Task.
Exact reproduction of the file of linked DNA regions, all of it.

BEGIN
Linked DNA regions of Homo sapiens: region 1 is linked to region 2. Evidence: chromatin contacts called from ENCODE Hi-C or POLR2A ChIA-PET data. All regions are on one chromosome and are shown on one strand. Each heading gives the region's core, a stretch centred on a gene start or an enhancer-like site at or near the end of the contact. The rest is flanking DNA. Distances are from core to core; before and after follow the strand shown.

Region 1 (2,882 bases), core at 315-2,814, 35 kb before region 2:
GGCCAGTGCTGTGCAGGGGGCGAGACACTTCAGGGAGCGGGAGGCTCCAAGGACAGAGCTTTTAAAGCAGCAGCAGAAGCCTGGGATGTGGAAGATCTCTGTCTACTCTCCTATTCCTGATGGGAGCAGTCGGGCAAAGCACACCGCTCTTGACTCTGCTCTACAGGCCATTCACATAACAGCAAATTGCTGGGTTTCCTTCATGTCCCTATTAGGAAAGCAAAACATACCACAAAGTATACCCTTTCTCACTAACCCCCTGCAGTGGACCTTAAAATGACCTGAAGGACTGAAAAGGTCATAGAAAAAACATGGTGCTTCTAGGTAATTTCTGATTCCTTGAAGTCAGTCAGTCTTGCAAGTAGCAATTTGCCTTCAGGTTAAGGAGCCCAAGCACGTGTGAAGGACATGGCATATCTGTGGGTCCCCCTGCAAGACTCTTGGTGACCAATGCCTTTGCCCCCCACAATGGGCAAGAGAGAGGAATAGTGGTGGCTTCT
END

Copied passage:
Linked DNA regions of Homo sapiens: region 1 is linked to region 2. Evidence: chromatin contacts called from ENCODE Hi-C or POLR2A ChIA-PET data. All regions are on one chromosome and are shown on one strand. Each heading gives the region's core, a stretch centred on a gene start or an enhancer-like site at or near the end of the contact. The rest is flanking DNA. Distances are from core to core; before and after follow the strand shown.

Region 1 (2,882 bases), core at 315-2,814, 35 kb before region 2:
GGCCAGTGCTGTGCAGGGGGCGAGACACTTCAGGGAGCGGGAGGCTCCAAGGACAGAGCTTTTAAAGCAGCAGCAGAAGCCTGGGATGTGGAAGATCTCTGTCTACTCTCCTATTCCTGATGGGAGCAGTCGGGCAAAGCACACCGCTCTTGACTCTGCTCTACAGGCCATTCACATAACAGCAAATTGCTGGGTTTCCTTCATGTCCCTATTAGGAAAGCAAAACATACCACAAAGTATACCCTTTCTCACTAACCCCCTGCAGTGGACCTTAAAATGACCTGAAGGACTGAAAAGGTCATAGAAAAAACATGGTGCTTCTAGGTAATTTCTGATTCCTTGAAGTCAGTCAGTCTTGCAAGTAGCAATTTGCCTTCAGGTTAAGGAGCCCAAGCACGTGTGAAGGACATGGCATATCTGTGGGTCCCCCTGCAAGACTCTTGGTGACCAATGCCTTTGCCCCCCACAATGGGCAAGAGAGAGGAATAGTGGTGGCTTCT